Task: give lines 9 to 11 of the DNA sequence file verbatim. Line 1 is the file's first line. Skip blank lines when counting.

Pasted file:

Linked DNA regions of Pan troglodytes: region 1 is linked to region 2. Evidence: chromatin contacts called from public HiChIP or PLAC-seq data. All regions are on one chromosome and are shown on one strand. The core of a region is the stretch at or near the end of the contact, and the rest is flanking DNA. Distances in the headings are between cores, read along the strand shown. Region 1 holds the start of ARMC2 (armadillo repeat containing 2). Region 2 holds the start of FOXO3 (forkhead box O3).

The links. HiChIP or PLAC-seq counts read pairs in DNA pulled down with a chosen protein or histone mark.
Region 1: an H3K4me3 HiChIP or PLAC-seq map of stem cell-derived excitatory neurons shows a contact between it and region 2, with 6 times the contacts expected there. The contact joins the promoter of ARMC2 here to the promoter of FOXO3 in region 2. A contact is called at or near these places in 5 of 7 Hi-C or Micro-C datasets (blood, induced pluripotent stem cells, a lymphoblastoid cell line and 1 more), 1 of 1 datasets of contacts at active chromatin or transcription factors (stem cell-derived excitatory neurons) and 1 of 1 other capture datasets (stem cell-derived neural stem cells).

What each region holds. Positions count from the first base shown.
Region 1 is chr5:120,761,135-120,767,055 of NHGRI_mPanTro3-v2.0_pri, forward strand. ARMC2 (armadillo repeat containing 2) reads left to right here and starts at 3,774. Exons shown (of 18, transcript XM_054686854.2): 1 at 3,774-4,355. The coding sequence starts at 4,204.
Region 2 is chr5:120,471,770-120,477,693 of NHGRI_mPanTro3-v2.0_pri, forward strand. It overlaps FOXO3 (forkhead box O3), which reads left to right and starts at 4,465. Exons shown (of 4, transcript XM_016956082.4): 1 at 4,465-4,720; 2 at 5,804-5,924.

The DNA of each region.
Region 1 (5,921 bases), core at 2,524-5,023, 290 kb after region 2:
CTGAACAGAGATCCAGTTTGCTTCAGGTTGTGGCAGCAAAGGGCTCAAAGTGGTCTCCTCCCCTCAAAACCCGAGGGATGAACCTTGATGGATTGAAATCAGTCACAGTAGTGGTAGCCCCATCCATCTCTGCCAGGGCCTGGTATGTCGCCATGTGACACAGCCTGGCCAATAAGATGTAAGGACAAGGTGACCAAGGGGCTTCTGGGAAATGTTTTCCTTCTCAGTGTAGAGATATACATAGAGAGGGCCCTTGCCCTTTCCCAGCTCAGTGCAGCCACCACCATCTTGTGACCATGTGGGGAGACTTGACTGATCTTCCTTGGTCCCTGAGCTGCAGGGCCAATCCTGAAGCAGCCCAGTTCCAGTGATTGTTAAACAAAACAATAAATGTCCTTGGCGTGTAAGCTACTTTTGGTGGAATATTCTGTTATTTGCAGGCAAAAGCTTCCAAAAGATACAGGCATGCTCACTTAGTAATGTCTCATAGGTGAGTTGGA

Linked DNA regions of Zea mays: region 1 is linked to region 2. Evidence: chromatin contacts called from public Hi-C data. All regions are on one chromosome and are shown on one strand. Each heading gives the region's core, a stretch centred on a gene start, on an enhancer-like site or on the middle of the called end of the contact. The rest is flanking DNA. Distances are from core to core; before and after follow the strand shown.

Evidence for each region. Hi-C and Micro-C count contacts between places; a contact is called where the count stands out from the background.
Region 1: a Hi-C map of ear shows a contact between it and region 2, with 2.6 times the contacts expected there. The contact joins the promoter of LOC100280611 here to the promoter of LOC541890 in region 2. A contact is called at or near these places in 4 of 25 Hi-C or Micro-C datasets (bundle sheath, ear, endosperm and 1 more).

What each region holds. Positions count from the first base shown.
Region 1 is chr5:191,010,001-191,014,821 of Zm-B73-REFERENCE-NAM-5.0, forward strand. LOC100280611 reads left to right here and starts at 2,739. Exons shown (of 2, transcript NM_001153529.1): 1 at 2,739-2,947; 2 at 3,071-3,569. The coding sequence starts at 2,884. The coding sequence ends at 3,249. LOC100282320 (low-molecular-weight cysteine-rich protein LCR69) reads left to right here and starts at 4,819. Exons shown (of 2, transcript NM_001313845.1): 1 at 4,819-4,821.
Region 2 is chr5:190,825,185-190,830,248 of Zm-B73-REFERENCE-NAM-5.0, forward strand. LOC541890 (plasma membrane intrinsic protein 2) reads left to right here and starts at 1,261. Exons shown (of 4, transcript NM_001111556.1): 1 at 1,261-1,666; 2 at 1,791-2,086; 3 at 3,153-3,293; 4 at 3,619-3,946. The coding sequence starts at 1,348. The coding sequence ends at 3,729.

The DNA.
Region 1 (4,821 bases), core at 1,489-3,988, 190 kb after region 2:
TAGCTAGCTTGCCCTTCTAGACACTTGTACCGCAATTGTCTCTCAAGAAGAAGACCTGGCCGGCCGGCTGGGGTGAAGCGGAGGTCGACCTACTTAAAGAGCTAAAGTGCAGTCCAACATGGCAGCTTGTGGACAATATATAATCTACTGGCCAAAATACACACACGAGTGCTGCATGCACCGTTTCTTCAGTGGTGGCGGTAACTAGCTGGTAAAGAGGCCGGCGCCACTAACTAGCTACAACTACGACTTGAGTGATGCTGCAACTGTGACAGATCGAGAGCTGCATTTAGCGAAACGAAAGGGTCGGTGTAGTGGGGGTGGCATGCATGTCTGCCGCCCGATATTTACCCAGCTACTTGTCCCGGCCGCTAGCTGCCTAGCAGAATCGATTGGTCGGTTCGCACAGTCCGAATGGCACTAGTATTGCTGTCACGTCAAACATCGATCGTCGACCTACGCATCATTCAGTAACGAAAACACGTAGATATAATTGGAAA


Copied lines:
CTGAACAGAGATCCAGTTTGCTTCAGGTTGTGGCAGCAAAGGGCTCAAAGTGGTCTCCTCCCCTCAAAACCCGAGGGATGAACCTTGATGGATTGAAATCAGTCACAGTAGTGGTAGCCCCATCCATCTCTGCCAGGGCCTGGTATGTCGCCATGTGACACAGCCTGGCCAATAAGATGTAAGGACAAGGTGACCAAGGGGCTTCTGGGAAATGTTTTCCTTCTCAGTGTAGAGATATACATAGAGAGGGCCCTTGCCCTTTCCCAGCTCAGTGCAGCCACCACCATCTTGTGACCATGTGGGGAGACTTGACTGATCTTCCTTGGTCCCTGAGCTGCAGGGCCAATCCTGAAGCAGCCCAGTTCCAGTGATTGTTAAACAAAACAATAAATGTCCTTGGCGTGTAAGCTACTTTTGGTGGAATATTCTGTTATTTGCAGGCAAAAGCTTCCAAAAGATACAGGCATGCTCACTTAGTAATGTCTCATAGGTGAGTTGGA

Linked DNA regions of Zea mays: region 1 is linked to region 2. Evidence: chromatin contacts called from public Hi-C data. All regions are on one chromosome and are shown on one strand. Each heading gives the region's core, a stretch centred on a gene start, on an enhancer-like site or on the middle of the called end of the contact. The rest is flanking DNA. Distances are from core to core; before and after follow the strand shown.

Evidence for each region. Hi-C and Micro-C count contacts between places; a contact is called where the count stands out from the background.